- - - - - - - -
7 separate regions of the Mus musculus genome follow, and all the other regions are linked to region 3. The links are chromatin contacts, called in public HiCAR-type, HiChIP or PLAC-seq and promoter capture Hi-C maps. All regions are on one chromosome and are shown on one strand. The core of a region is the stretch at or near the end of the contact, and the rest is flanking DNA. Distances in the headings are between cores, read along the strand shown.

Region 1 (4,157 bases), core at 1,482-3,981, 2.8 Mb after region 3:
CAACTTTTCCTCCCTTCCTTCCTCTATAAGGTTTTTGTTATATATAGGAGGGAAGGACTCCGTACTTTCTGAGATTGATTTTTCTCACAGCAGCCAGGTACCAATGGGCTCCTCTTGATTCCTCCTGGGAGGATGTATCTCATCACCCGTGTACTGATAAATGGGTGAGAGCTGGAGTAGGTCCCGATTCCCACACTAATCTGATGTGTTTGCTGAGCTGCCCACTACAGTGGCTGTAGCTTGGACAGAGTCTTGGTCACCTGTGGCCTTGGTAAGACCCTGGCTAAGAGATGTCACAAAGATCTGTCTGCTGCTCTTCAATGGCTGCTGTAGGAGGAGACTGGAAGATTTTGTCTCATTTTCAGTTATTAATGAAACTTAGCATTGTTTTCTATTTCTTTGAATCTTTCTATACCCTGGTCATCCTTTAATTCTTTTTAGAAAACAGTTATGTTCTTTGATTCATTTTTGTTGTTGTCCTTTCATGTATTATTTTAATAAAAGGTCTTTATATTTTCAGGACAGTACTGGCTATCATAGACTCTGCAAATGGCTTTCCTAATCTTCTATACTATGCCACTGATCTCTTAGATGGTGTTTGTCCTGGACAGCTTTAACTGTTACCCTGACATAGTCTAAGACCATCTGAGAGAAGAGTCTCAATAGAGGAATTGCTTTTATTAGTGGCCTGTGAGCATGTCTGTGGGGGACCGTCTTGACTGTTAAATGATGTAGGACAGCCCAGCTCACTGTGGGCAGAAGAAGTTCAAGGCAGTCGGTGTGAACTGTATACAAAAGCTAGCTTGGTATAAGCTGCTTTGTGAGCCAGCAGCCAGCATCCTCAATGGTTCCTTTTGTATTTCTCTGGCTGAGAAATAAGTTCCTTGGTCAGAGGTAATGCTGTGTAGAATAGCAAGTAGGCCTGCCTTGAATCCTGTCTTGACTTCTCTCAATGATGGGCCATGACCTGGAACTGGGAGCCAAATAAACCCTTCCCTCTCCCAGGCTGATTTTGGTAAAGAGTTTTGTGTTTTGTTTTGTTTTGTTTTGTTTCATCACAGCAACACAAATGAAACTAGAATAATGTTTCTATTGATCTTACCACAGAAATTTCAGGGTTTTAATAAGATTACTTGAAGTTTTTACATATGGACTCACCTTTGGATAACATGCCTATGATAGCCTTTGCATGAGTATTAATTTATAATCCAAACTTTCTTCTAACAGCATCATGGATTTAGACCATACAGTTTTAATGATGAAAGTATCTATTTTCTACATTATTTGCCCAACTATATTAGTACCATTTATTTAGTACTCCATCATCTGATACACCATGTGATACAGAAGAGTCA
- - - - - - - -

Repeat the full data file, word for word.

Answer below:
7 separate regions of the Mus musculus genome follow, and all the other regions are linked to region 3. The links are chromatin contacts, called in public HiCAR-type, HiChIP or PLAC-seq and promoter capture Hi-C maps. All regions are on one chromosome and are shown on one strand. The core of a region is the stretch at or near the end of the contact, and the rest is flanking DNA. Distances in the headings are between cores, read along the strand shown.

Region 1 (4,157 bases), core at 1,482-3,981, 2.8 Mb after region 3:
CAACTTTTCCTCCCTTCCTTCCTCTATAAGGTTTTTGTTATATATAGGAGGGAAGGACTCCGTACTTTCTGAGATTGATTTTTCTCACAGCAGCCAGGTACCAATGGGCTCCTCTTGATTCCTCCTGGGAGGATGTATCTCATCACCCGTGTACTGATAAATGGGTGAGAGCTGGAGTAGGTCCCGATTCCCACACTAATCTGATGTGTTTGCTGAGCTGCCCACTACAGTGGCTGTAGCTTGGACAGAGTCTTGGTCACCTGTGGCCTTGGTAAGACCCTGGCTAAGAGATGTCACAAAGATCTGTCTGCTGCTCTTCAATGGCTGCTGTAGGAGGAGACTGGAAGATTTTGTCTCATTTTCAGTTATTAATGAAACTTAGCATTGTTTTCTATTTCTTTGAATCTTTCTATACCCTGGTCATCCTTTAATTCTTTTTAGAAAACAGTTATGTTCTTTGATTCATTTTTGTTGTTGTCCTTTCATGTATTATTTTAATAAAAGGTCTTTATATTTTCAGGACAGTACTGGCTATCATAGACTCTGCAAATGGCTTTCCTAATCTTCTATACTATGCCACTGATCTCTTAGATGGTGTTTGTCCTGGACAGCTTTAACTGTTACCCTGACATAGTCTAAGACCATCTGAGAGAAGAGTCTCAATAGAGGAATTGCTTTTATTAGTGGCCTGTGAGCATGTCTGTGGGGGACCGTCTTGACTGTTAAATGATGTAGGACAGCCCAGCTCACTGTGGGCAGAAGAAGTTCAAGGCAGTCGGTGTGAACTGTATACAAAAGCTAGCTTGGTATAAGCTGCTTTGTGAGCCAGCAGCCAGCATCCTCAATGGTTCCTTTTGTATTTCTCTGGCTGAGAAATAAGTTCCTTGGTCAGAGGTAATGCTGTGTAGAATAGCAAGTAGGCCTGCCTTGAATCCTGTCTTGACTTCTCTCAATGATGGGCCATGACCTGGAACTGGGAGCCAAATAAACCCTTCCCTCTCCCAGGCTGATTTTGGTAAAGAGTTTTGTGTTTTGTTTTGTTTTGTTTTGTTTCATCACAGCAACACAAATGAAACTAGAATAATGTTTCTATTGATCTTACCACAGAAATTTCAGGGTTTTAATAAGATTACTTGAAGTTTTTACATATGGACTCACCTTTGGATAACATGCCTATGATAGCCTTTGCATGAGTATTAATTTATAATCCAAACTTTCTTCTAACAGCATCATGGATTTAGACCATACAGTTTTAATGATGAAAGTATCTATTTTCTACATTATTTGCCCAACTATATTAGTACCATTTATTTAGTACTCCATCATCTGATACACCATGTGATACAGAAGAGTCA